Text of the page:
Duke News has an excellent feature out on GreaterThanGames’ Speculation ARG, with great interview snippets from the game’s co-creators Kate Hayles and Patrick Lemieux. In particular, the article focused on the generative feedback loop between the design team and its players, including a group of Duke students who took a course expressly to outsmart the game:
The game’s creators used the fall semester to troubleshoot the game, improving it through feedback from students as well as by monitoring the game’s players to see how they react as they maneuver through the game’s many layers. Five independent study students at Duke were enlisted to look for holes to exploit.
“They were hacking it like crazy,” said Duke literature professor Katherine Hayles, one of the game’s creators. “As a result the game has been extensively redesigned.”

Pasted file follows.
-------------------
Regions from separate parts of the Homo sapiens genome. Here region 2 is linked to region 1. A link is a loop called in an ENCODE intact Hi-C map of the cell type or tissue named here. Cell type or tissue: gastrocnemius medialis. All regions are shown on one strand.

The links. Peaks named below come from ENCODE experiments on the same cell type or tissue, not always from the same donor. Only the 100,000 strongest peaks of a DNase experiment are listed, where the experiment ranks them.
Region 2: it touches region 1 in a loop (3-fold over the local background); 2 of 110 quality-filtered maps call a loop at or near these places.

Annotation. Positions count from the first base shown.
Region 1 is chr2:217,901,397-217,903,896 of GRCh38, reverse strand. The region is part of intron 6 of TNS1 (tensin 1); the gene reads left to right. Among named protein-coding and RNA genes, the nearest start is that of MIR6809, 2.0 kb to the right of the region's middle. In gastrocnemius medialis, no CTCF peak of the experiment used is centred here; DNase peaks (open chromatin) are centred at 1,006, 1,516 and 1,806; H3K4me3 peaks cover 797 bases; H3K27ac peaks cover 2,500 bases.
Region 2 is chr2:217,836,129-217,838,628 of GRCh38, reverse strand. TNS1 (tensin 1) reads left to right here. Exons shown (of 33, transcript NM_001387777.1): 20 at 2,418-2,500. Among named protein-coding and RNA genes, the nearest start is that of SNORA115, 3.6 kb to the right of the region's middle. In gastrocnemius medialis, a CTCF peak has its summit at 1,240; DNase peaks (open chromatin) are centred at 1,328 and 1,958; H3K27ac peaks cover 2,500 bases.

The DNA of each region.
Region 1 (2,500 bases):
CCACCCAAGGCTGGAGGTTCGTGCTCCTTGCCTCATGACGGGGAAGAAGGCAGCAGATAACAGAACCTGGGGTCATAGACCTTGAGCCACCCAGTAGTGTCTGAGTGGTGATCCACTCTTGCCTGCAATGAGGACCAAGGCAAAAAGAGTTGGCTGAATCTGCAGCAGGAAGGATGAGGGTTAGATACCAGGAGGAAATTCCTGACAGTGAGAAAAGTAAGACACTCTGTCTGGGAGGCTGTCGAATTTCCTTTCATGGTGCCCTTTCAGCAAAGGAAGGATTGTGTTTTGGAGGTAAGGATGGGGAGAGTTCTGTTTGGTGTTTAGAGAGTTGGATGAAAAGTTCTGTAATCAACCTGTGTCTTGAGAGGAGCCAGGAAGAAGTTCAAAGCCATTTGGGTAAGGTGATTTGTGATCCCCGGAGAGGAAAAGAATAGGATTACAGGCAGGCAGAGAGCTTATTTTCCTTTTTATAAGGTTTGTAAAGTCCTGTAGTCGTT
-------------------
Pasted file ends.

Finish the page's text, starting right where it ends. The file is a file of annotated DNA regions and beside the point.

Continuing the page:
The game, then, is not just interactive when it’s being played. The creators are also committed to its malleability on the level of design and concept. They think this open-endedness is where its educational value lies:
In Speculat1on, lab faculty believe they have a product with staying power — an unusual quality for alternate reality games, which are generally played once through a collective effort by online players. The Duke lab has created a game with features that can be tweaked and updated so it can be played over and over; its creators say they’ve built a public textbook of sorts, a game other universities can use when teaching their own courses in game design.
Photo: Part of the Specula1ion collective: Students Stephanie Boluk, Luke Caldwell, Patrick LeMieux and Professor Katherine Hayles. Photo by Megan Morr/Duke University Photography